Office of the Inspector General

Investigation of Grants to South Sudan

05 July 2016

An Office of the Inspector General (OIG) investigation in South Sudan identified 97 unexplained bank transactions, worth US$447,564, carried out by Caritas Torit, a sub-recipient of Global Fund grants for a malaria program. The investigators also found a transaction of US$53,000 used to pay salaries for an HIV program funded by another donor. As the OIG was unable to obtain reasonable assurance that the funds had been used for their intended purposes, a total of US$500,564 is considered non-compliant expenditure and therefore potentially recoverable.

In April 2015, an OIG audit in South Sudan (GF-OIG-15-016) identified significant financial management weaknesses and possible misuse of resources by Caritas Torit, a sub-recipient under Principal Recipient, Population Services International. Under the malaria grant, Caritas Torit received a total of US$1,112,082 in disbursements from Population Services International between January 2012 and April 2015 to scale up coverage of malaria prevention particularly for children under five years and pregnant women.
The OIG investigation confirmed that the transfer of malaria program funds to Caritas Torit program staff through bank transfers and cheques was common practice. The nature of many of these transactions, including the end use of the funds, could not be established due to a lack of supporting documents such as cash payment vouchers, payment requisition forms, invoices, or other documents

Enquiries revealed that a former staff member held the dual role of cashier and accountant and transferred large sums of money to her own account. Again, the nature of these transfers or the actual end use of these funds could not be established.

The OIG’s review of the program bank account also revealed the diversion of malaria program funds to pay salaries for a health program funded by another donor. The OIG was unable to obtain reasonable assurance that, in relation to any of the undocumented transactions, any program related goods or services were received.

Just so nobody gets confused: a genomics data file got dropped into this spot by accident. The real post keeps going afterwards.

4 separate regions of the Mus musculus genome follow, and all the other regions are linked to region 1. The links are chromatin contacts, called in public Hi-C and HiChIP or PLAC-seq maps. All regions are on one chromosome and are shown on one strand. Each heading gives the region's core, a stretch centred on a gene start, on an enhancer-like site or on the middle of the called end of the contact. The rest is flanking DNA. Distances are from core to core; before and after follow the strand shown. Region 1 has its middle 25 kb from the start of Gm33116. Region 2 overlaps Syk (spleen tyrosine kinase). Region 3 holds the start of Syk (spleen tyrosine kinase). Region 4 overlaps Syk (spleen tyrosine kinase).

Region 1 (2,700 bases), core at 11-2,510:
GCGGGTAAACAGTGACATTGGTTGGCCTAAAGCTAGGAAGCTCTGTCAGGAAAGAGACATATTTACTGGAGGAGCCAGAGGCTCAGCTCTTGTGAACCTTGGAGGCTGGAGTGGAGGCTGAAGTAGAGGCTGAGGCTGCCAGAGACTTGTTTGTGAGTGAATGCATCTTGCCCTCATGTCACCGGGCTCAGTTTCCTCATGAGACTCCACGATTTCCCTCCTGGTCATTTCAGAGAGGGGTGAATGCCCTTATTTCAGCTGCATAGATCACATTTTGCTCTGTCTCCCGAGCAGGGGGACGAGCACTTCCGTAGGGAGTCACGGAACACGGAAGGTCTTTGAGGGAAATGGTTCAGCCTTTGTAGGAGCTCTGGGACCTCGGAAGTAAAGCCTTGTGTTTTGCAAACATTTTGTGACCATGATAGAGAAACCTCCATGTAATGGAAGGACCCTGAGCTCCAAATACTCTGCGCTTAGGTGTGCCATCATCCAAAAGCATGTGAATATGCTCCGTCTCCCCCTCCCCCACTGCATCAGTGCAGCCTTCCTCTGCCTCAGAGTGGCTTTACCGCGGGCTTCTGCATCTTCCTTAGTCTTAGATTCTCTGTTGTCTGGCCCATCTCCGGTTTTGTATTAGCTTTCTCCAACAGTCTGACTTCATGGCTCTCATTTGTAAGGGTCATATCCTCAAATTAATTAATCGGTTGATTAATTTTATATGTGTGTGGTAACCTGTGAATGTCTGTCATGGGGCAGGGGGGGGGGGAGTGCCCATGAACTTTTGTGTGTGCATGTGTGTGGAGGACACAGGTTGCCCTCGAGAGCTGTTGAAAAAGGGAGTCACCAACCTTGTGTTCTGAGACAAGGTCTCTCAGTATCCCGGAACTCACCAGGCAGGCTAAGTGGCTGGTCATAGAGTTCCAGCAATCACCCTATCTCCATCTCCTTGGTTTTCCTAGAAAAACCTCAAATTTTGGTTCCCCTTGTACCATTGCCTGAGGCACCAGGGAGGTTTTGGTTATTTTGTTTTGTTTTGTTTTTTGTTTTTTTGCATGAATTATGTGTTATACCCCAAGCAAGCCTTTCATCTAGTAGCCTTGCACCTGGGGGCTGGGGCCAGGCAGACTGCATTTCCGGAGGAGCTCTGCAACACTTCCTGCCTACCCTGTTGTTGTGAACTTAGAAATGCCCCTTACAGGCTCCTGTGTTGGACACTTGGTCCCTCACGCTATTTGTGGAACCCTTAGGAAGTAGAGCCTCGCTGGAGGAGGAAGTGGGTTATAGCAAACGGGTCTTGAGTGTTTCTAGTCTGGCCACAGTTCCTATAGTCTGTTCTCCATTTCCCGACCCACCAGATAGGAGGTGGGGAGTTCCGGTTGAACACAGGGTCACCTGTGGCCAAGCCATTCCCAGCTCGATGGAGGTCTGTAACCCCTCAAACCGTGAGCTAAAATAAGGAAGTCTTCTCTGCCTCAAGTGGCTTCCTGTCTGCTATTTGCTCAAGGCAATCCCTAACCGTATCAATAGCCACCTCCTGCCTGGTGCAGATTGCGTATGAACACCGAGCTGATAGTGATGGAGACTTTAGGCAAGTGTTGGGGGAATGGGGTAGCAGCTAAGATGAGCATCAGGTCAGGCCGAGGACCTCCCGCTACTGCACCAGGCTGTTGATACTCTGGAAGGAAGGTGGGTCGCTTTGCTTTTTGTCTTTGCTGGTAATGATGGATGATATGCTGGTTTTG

The Global Fund is putting in place corrective actions including pursuing an appropriate recoverable amount and requiring Population Services International to strengthen financial controls on its sub-recipients.

South Sudan is Africa’s newest country, established in 2011 following a civil war. The country has poor health outcome indicators. Malaria is endemic, with 100 percent of the population at risk, and accounts for the highest proportion of the disease burden in South Sudan. There are 15,000 people currently on antiretroviral therapy to fight HIV and AIDS, 21,000 tuberculosis cases have been detected and treated and 7,550,000 insecticide-treated nets have been distributed to prevent malaria.

  • Investigation Report - Global Fund Grants to South Sudan - Caritas Torit (GF-OIG-16-018 - 5 July 2016)
    download [ download in English | Français ]

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For more information:

Thomas Fitzsimons
Email:
Mobile: + 41 (0)79 412 14 61

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The Office of the Inspector General safeguards the assets, investments, reputation and sustainability of the Global Fund by ensuring that it takes the right action to defeat AIDS, tuberculosis and malaria. Through audits, investigations and consultancy work, it promotes good practice, reduces risk and reports fully and transparently on abuse.

Established in 2005, the Office of the Inspector General is an independent yet integral part of the Global Fund. It is accountable to the Board through its Audit and Ethics Committee and serves the interests of all Global Fund stakeholders. Its work conforms to the International Standards for the Professional Practice of Internal Auditing and the Uniform Guidelines for Investigations of the Conference of International Investigators.

The Global Fund believes that every dollar counts and has zero tolerance for fraud, corruption and waste. Through its whistle-blowing channels, the Office of the Inspector General encourages all to speak out to report fraud, abuse and human rights violations that prevent Global Fund resources from reaching those who need them.